It’s been quite a few years since I took off the uniform for the last time after nine years of active duty. And I have always had mixed feelings whenever someone refers to me as a “vet.” It may be because labels of any sort tend to rub a bit. They suggest a certain sameness about us and a commonality in shared past experiences; but as I look back, I more often recall being alone and ‘different’ than being part of some warm and welcoming club.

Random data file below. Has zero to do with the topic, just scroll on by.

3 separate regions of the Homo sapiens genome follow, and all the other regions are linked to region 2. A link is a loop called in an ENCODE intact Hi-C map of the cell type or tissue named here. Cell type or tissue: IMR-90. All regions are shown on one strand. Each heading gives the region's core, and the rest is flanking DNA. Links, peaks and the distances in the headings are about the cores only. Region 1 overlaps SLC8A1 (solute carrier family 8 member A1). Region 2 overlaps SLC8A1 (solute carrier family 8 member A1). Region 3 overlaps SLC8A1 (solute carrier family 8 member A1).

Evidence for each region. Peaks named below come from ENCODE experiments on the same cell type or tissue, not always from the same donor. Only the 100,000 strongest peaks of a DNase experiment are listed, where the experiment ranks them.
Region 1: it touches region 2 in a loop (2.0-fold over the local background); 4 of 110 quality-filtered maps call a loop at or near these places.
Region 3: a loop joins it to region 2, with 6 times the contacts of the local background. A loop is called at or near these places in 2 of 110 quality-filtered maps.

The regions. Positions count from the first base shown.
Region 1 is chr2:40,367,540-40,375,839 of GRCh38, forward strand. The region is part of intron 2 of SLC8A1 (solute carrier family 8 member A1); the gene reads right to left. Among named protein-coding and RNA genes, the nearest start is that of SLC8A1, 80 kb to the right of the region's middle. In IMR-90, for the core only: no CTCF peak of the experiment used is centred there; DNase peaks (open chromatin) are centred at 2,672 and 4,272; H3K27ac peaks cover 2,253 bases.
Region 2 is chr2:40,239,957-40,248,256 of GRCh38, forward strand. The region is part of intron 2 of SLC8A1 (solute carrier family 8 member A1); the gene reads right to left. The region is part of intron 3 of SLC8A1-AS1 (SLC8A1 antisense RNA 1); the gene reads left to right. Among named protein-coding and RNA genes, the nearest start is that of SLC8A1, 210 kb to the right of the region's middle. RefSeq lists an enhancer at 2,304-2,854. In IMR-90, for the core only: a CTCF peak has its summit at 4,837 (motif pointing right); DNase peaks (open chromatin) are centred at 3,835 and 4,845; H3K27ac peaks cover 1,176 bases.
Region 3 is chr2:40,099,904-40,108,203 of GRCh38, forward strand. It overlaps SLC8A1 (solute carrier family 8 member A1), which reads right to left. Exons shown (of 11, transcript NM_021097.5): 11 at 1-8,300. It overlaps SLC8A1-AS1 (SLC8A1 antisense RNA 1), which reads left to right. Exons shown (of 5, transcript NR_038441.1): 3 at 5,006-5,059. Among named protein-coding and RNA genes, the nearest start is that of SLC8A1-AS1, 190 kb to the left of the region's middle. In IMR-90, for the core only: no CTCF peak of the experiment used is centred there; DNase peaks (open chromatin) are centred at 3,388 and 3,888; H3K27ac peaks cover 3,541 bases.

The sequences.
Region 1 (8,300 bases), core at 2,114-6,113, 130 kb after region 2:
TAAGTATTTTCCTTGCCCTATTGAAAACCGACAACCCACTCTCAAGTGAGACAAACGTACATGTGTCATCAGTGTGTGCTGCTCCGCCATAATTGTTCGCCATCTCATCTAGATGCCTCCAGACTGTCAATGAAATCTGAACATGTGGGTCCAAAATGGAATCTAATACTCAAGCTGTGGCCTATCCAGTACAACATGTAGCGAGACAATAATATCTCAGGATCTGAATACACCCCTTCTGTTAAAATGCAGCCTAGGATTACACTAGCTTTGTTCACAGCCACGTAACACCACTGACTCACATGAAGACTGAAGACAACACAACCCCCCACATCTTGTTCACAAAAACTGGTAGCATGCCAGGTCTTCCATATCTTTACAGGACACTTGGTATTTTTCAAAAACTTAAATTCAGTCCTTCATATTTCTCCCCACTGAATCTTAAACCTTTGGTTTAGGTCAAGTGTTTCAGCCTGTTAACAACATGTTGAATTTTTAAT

I wonder when people think of vets if the public’s view in any way reflects the individual experiences of those who served? One thing I know to be true is that vets are as diverse as nearly any other random slice of the population: they are fiercely dedicated – yet a few not-so-much; they are brilliant thinkers and problem solvers – though some barely understand; and they are brave, courageous and selflessly compassionate – but with a handful who are ‘weak of character’ sprinkled in. Without question, many deserve to be called heroes, but certainly not all. So while each vet necessarily reflects back on her or his service and remembers the uniqueness of those days, there are some things that are probably true for most of us. For starters, whether we passed or we failed, the military has a way of testing one’s character. It amplifies the positives such as the exhilaration of winning, as well as the negatives that can come with fear and remorse. It leads us to grow and to learn in much more uncomfortable settings than we would have faced otherwise. And wherever and whoever you were when you started, you will be different when you leave. It’s tempting to think of vets as having shared common histories, but few experiences in my life have been lived in such a profoundly solo way. Maybe many of us acquiesce to being labeled ‘veterans’ because it brings us a just little closer to the welcoming comfort of belonging, that our military pasts couldn’t offer.
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